PROCEDURE FOR CLAIMING ASYLUM IN THE UK
1. Making the application
- Apply either “at port” on arrival, or “in country” at an Asylum Screening
Unit (ASU) or to an Immigration Officer if arrested/detained.
- Ensure prior to applying that you have all the information you will
require, both subjective (your personal experience) and objective (published
information about treatment of lesbian & gay people in your country) e.g. a
detailed witness statement giving an account of why you fear persecution and
the reasons for applying now and not earlier, evidence to support this e.g.
human rights reports, press articles, expert evidence, medical evidence,
country guidance cases. Arguments for release in case detained.
2. How the application is considered
- Option 1: given a Statement of Evidence Form (SEF) to complete and return
within 2 weeks.
- Option 2: interviewed about asylum claim and then released or detained (SEF-less
procedure). Note: if you claim asylum after March 2007, you will
be subject to the New Asylum Model. This means you will
not have a SEF to complete and you will be allocated a Case
Owner who is a Home Office Official responsible for your case
throughout the process.
- Option 3: detained for the claim to be processed in the Fast
days to decision, then released/detained pending appeal [Oakington].
- Option 4: detained for the claim to be processed in the Super Fast Track *
– 2 days to decision, about 6 days to appeal hearing [Harmondsworth/Yarls Wood].
3. Possible Outcomes
- Outcome 1: granted Refugee Status for 5 years.
- Outcome 2: granted Humanitarian Protection for 5 years.
- Outcome 3: granted Discretionary Leave for 3 + 3 years.
- Outcome 4: refused – with a right of appeal in the UK.
- Outcome 5: refused – no right of appeal until after removal, i.e.
certified cases [remedy is Judical Review, i.e. application to the High Court].
- Appeal Outcome 1: appeal allowed.
- Appeal Outcome 2: appeal dismissed – no material error of law made by judge.
- Appeal Outcome 3: appeal dismissed – can apply for a review if there is a material error of law. If this is granted will have a Reconsideration Appeal Hearing.
- Appeal Outcome 4: Reconsideration Appeal dismissed – can appeal to Court of Appeal on a material point of law only.
5. Legal Aid
- This is available if a person does not have sufficient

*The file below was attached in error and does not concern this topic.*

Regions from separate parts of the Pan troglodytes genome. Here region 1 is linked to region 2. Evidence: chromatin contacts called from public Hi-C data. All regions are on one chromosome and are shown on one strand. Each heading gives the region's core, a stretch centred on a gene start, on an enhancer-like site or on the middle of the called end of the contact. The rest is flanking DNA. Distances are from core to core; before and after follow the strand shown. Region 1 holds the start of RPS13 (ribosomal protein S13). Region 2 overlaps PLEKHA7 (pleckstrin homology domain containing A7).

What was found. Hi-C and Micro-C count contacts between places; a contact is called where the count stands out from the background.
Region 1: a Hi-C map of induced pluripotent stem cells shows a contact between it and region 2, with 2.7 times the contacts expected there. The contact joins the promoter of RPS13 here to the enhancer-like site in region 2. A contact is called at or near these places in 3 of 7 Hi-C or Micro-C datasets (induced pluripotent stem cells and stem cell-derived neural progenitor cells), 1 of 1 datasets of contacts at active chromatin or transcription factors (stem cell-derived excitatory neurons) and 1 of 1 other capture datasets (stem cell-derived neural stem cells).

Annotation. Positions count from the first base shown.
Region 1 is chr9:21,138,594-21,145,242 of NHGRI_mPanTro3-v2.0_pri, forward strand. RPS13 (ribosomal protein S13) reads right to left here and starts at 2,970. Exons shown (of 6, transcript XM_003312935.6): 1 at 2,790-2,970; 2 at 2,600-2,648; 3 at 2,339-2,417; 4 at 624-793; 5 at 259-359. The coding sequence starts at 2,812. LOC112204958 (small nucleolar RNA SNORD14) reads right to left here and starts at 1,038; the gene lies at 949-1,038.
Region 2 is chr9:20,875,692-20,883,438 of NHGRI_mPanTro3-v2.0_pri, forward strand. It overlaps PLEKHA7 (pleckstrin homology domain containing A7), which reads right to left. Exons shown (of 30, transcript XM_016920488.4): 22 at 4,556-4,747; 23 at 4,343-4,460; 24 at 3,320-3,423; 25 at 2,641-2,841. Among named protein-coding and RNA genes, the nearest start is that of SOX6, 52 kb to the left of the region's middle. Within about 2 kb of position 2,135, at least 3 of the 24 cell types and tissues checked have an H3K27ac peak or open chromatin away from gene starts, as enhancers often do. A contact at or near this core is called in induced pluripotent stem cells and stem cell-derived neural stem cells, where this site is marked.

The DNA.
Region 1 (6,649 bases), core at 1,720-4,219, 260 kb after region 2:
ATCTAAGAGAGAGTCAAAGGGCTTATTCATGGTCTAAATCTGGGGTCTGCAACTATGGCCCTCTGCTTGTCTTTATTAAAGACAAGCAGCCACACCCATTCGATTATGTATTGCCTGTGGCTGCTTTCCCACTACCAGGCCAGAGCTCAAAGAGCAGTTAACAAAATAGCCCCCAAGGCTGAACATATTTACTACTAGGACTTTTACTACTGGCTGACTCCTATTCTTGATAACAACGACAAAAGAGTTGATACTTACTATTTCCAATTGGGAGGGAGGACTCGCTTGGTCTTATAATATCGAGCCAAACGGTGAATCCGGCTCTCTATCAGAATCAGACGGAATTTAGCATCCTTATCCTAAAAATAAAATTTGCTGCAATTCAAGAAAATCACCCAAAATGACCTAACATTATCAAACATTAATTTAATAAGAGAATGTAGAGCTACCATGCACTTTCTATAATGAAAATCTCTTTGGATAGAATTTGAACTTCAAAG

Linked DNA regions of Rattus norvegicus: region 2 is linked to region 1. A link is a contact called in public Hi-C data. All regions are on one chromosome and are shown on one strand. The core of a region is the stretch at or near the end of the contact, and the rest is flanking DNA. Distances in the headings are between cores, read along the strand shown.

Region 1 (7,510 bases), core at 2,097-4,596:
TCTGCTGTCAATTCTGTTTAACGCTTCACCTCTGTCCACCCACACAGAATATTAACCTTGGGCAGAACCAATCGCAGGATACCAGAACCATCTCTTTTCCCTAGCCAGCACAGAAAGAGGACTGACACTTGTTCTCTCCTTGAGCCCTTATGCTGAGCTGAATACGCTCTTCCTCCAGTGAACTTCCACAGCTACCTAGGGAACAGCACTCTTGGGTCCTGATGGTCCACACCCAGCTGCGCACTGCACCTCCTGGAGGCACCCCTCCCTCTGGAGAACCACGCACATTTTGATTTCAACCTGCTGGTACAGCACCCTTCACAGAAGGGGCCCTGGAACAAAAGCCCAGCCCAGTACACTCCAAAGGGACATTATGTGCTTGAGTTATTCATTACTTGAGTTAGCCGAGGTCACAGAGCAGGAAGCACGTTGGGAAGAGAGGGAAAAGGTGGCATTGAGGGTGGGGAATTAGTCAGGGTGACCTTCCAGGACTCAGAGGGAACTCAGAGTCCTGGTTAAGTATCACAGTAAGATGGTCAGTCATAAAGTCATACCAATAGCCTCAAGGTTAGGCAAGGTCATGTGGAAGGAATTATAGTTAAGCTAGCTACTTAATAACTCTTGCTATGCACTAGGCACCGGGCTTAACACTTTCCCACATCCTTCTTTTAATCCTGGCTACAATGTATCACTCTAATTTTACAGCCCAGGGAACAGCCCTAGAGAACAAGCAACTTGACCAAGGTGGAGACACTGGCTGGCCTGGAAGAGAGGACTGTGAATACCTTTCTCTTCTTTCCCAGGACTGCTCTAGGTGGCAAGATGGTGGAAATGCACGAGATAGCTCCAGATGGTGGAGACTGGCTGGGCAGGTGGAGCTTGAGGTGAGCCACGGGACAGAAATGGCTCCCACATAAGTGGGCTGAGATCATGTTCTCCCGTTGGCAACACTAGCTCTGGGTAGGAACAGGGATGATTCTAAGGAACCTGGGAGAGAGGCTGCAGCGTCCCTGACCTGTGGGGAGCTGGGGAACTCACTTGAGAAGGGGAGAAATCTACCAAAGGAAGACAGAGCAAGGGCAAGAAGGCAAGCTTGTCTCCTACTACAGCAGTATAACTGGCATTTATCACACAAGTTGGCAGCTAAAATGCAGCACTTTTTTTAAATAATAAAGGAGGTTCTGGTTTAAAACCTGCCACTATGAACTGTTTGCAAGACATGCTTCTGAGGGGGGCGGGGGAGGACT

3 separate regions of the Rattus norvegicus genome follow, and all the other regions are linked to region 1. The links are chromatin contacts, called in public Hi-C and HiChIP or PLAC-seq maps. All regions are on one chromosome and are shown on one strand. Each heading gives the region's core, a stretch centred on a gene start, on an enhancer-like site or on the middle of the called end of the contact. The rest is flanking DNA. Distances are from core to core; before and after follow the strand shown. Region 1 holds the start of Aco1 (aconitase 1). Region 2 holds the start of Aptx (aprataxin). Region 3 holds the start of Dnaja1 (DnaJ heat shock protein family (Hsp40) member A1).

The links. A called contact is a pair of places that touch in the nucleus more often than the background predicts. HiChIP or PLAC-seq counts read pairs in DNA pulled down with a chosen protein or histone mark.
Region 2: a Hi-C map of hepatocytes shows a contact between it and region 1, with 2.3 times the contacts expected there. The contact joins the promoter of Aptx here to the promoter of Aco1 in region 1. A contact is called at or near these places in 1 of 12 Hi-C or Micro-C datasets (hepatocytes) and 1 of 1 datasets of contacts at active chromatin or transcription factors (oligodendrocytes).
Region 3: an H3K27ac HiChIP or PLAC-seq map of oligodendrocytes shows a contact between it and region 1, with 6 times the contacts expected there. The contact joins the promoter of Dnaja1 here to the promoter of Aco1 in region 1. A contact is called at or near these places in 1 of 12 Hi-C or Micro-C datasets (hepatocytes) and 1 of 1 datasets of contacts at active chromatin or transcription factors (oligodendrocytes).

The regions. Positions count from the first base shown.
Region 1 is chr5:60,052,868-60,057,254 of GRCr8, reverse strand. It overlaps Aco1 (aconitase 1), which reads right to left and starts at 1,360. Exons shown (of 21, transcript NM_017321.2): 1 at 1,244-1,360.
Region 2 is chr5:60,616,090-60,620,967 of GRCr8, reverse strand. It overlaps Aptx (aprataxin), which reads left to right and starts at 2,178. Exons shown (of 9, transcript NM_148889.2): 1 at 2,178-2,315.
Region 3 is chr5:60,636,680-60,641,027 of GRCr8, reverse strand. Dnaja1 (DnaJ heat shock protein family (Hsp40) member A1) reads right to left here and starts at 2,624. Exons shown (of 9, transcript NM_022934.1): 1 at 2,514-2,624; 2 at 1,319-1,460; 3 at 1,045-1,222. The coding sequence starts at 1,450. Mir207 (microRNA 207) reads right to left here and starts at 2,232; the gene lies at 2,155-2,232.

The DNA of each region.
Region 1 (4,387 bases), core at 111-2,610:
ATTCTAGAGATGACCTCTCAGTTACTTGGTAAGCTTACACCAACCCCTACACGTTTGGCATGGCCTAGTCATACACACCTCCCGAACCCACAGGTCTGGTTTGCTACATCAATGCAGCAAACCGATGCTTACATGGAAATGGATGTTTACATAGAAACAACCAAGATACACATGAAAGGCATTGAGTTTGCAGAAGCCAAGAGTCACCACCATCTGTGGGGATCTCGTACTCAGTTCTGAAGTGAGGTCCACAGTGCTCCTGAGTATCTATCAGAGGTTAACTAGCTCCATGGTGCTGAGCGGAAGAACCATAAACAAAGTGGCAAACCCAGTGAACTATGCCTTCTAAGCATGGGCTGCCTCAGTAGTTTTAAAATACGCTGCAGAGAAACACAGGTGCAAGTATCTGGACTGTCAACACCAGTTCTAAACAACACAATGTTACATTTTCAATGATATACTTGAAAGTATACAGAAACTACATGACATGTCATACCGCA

funds to pay for a solicitor privately.
- Legal Aid solicitors have very strict limits to Legal Aid spending.
- They will only agree to continue if they think there is more
than a 50% chance of success, as there is a merits test to satisfy.
- Client has a right to appeal a solicitors decision to stop
funding a case via legal aid (using CW4 form).
- Client must tell Appeal Court that he/she is not ready if they have been unable to get representation, but must show that they have tried.
6. Survivors of Torture
- Must not be detained and should always be referred to the Medical Foundation (for the care of victims of torture).
- If MF agrees to assess, then case is automatically taken out of Fast Track.
[There are several routes by which a torture survivor
might arrive at the MF. Those who have recently fled to Britain are
likely to be referred by one of three main front-line agencies that try
to smooth the path for new asylum seekers - the Refugee Council, the
Refugee Arrivals Project or Migrant Helpline, each of which liaises
closely with members of the MF's Early Intervention Team, which identifies those
needing dedicated help. The team also sees those who refer themselves. Doctors,
community mental health teams and refugee community organisations also refer
cases. Immigration lawyers send asylum applicants who, to support their claim,
need documentation, by way of an official medico-legal report, of the torture
they have suffered, and its lasting effects.
- Home Office figures for 2006 showed that 99% of initial decisions in the
Super Fast Track* at Harmondsworth were refused.
- You or your solicitor should ask the judge to adjourn and/or have your
case taken out of the fast track/super fast track if there are “exeptional
- See 'Working against the clock: inadequacy and injustice in the fast track
system' published by BID, July 2006.